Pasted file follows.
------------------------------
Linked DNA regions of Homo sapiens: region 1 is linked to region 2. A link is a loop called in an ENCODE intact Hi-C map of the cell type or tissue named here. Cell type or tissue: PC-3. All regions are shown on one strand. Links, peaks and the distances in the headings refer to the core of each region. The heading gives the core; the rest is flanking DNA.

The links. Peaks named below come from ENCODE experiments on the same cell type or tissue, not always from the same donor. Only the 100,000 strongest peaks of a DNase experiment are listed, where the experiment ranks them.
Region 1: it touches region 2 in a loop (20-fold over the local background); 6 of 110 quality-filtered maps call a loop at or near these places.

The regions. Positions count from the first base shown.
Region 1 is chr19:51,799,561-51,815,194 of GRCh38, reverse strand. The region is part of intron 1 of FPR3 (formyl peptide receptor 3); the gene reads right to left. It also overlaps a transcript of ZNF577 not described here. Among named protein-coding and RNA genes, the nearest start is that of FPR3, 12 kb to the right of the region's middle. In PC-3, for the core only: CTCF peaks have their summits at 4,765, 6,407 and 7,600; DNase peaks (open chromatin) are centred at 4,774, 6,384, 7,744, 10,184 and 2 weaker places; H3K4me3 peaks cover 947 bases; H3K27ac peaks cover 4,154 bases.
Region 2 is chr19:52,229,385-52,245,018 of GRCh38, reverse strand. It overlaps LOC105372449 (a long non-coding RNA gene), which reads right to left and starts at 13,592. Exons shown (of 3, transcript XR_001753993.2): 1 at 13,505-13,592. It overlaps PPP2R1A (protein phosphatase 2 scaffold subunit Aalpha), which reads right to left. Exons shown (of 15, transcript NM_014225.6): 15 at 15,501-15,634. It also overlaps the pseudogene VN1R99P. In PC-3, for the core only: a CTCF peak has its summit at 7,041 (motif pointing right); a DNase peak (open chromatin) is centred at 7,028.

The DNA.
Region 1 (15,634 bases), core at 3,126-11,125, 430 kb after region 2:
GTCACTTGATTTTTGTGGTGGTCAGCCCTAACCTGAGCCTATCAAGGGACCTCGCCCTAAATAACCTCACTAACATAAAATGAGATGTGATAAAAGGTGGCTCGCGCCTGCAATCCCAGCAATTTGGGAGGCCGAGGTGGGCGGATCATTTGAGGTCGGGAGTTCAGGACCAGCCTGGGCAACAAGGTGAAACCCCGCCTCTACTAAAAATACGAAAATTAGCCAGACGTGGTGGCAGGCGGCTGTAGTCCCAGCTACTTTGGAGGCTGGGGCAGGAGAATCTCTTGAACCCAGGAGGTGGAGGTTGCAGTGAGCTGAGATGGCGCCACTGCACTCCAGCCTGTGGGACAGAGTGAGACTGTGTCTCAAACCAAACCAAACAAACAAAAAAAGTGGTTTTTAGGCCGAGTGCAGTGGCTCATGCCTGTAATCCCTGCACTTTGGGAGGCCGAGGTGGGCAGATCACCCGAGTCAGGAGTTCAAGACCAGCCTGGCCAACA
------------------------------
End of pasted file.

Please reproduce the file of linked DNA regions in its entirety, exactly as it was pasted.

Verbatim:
Linked DNA regions of Homo sapiens: region 1 is linked to region 2. A link is a loop called in an ENCODE intact Hi-C map of the cell type or tissue named here. Cell type or tissue: PC-3. All regions are shown on one strand. Links, peaks and the distances in the headings refer to the core of each region. The heading gives the core; the rest is flanking DNA.

The links. Peaks named below come from ENCODE experiments on the same cell type or tissue, not always from the same donor. Only the 100,000 strongest peaks of a DNase experiment are listed, where the experiment ranks them.
Region 1: it touches region 2 in a loop (20-fold over the local background); 6 of 110 quality-filtered maps call a loop at or near these places.

The regions. Positions count from the first base shown.
Region 1 is chr19:51,799,561-51,815,194 of GRCh38, reverse strand. The region is part of intron 1 of FPR3 (formyl peptide receptor 3); the gene reads right to left. It also overlaps a transcript of ZNF577 not described here. Among named protein-coding and RNA genes, the nearest start is that of FPR3, 12 kb to the right of the region's middle. In PC-3, for the core only: CTCF peaks have their summits at 4,765, 6,407 and 7,600; DNase peaks (open chromatin) are centred at 4,774, 6,384, 7,744, 10,184 and 2 weaker places; H3K4me3 peaks cover 947 bases; H3K27ac peaks cover 4,154 bases.
Region 2 is chr19:52,229,385-52,245,018 of GRCh38, reverse strand. It overlaps LOC105372449 (a long non-coding RNA gene), which reads right to left and starts at 13,592. Exons shown (of 3, transcript XR_001753993.2): 1 at 13,505-13,592. It overlaps PPP2R1A (protein phosphatase 2 scaffold subunit Aalpha), which reads right to left. Exons shown (of 15, transcript NM_014225.6): 15 at 15,501-15,634. It also overlaps the pseudogene VN1R99P. In PC-3, for the core only: a CTCF peak has its summit at 7,041 (motif pointing right); a DNase peak (open chromatin) is centred at 7,028.

The DNA.
Region 1 (15,634 bases), core at 3,126-11,125, 430 kb after region 2:
GTCACTTGATTTTTGTGGTGGTCAGCCCTAACCTGAGCCTATCAAGGGACCTCGCCCTAAATAACCTCACTAACATAAAATGAGATGTGATAAAAGGTGGCTCGCGCCTGCAATCCCAGCAATTTGGGAGGCCGAGGTGGGCGGATCATTTGAGGTCGGGAGTTCAGGACCAGCCTGGGCAACAAGGTGAAACCCCGCCTCTACTAAAAATACGAAAATTAGCCAGACGTGGTGGCAGGCGGCTGTAGTCCCAGCTACTTTGGAGGCTGGGGCAGGAGAATCTCTTGAACCCAGGAGGTGGAGGTTGCAGTGAGCTGAGATGGCGCCACTGCACTCCAGCCTGTGGGACAGAGTGAGACTGTGTCTCAAACCAAACCAAACAAACAAAAAAAGTGGTTTTTAGGCCGAGTGCAGTGGCTCATGCCTGTAATCCCTGCACTTTGGGAGGCCGAGGTGGGCAGATCACCCGAGTCAGGAGTTCAAGACCAGCCTGGCCAACA